Electric Industry News

By Darrell Proctor
Power Magazine
Posted November 28, 2017

Deployment of microturbine energy technology has been slow to develop, but analysts predict growth on the horizon as more businesses use the small units to power their facilities and reduce their carbon emissions.

Click here to read the full article.

Press Release
Power Magazine
Posted November 28, 2017

The technology group Wärtsilä has introduced a gas fuelled version of the successful Wärtsilä 31 engine, the Wärtsilä 31SG. This follows very positive acceptance of the diesel version in marine sector applications. The Wärtsilä 31 has been recognised by Guinness World Records as the world’s most efficient 4-stroke diesel engine.

The Wärtsilä 31SG is sharpening the edges of value related to the Smart Power Generation features. The defining feature of the Wärtsilä 31SG is its ability to achieve simple-cycle efficiency levels in excess of 50 % (compared to around 40 % with modern gas turbines), which represents a milestone achievement in the energy sector. In addition to reducing emissions, this higher efficiency offers the potential for considerable cost savings to power producers.

Click here to read the full press release.

By Abby Harvey
Public Power Magazine
Posted November 28, 2017

In the next 25 years, the world will turn increasingly to renewables and natural gas to meet energy demand, turning away from coal, according to the International Energy Agency’s (IEA) World Energy Outlook 2017 (WEO).

As in previous years, the report makes predictions based on different scenarios. This year’s include a New Policies Scenario, which “describes where existing policies and announced intentions might lead the energy system,” and a Sustainable Development Scenario, which considers what would need to be done for the world to meet the energy-related aspects of the United Nations Sustainable Development Goals.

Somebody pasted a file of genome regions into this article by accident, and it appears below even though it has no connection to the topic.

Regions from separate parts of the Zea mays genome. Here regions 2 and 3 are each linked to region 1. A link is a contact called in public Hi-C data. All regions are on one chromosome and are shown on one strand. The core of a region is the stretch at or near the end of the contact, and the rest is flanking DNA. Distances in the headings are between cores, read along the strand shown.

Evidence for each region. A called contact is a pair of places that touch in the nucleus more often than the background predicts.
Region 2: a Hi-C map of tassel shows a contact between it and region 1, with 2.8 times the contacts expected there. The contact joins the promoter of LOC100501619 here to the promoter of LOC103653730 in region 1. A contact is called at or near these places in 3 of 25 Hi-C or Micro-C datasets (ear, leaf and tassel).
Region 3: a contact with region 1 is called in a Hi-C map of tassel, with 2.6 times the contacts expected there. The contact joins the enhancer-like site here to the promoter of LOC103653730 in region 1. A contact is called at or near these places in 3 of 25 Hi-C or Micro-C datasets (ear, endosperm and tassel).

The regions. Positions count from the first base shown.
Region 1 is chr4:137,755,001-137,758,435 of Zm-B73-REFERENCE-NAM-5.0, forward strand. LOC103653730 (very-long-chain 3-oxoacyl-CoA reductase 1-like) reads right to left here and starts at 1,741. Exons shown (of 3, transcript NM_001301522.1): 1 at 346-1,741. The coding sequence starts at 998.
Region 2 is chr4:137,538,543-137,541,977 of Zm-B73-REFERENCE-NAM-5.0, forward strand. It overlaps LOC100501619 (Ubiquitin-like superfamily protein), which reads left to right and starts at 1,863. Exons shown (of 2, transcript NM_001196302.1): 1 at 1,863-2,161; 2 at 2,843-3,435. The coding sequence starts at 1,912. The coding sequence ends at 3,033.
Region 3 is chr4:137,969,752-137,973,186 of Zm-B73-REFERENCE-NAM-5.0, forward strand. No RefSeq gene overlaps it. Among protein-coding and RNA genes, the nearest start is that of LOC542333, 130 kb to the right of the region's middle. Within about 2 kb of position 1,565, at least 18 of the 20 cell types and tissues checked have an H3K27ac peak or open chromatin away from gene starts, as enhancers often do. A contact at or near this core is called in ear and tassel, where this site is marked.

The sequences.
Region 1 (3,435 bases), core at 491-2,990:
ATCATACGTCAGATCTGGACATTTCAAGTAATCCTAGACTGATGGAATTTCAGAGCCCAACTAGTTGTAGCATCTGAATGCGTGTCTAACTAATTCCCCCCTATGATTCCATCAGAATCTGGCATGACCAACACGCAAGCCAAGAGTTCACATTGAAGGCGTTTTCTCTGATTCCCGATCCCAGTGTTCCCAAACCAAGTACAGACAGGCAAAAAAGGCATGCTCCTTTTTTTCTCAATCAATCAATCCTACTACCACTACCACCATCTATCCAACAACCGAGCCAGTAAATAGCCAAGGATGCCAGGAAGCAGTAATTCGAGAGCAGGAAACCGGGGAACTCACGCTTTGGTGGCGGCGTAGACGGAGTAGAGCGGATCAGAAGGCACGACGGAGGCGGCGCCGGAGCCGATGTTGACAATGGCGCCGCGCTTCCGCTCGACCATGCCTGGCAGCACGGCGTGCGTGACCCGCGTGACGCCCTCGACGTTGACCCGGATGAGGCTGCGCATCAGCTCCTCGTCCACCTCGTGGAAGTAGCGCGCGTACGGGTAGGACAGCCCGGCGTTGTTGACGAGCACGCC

Click here to read the full article.

The Kansas City Board of Public Utilities hosted a Dedication Ceremony for its new Community Solar Farm facility in Kansas City, Kansas, on September 26, 2017. Community leaders, elected officials, industry representatives, and environmental advocates gathered to see the first municipal solar farm in the state of Kansas, and BPU’s newest renewable energy resource.

By Morgan Chilson
Topeka Capital Journal
Posted September 22, 2017 

A Kansas Corporation Commission final order issued Thursday was a “real loss” for residential wind and solar users, an energy activist said, expressing dissatisfaction at the commission’s lack of willingness to engage in a substantive study of how distributed generation users affect the power grid. 

“We do feel like it was a real loss,” said Dorothy Barnett, executive director of the climate + energy project, based in Hutchinson. “But I will say we are not giving up.”

The KCC ruling laid out guidance regarding how utility companies can charge distributed generation customers, closing a general investigation opened in July 2016. Distributed generation is the term used to describe customers who can self-produce energy in small amounts to reduce their monthly energy bills.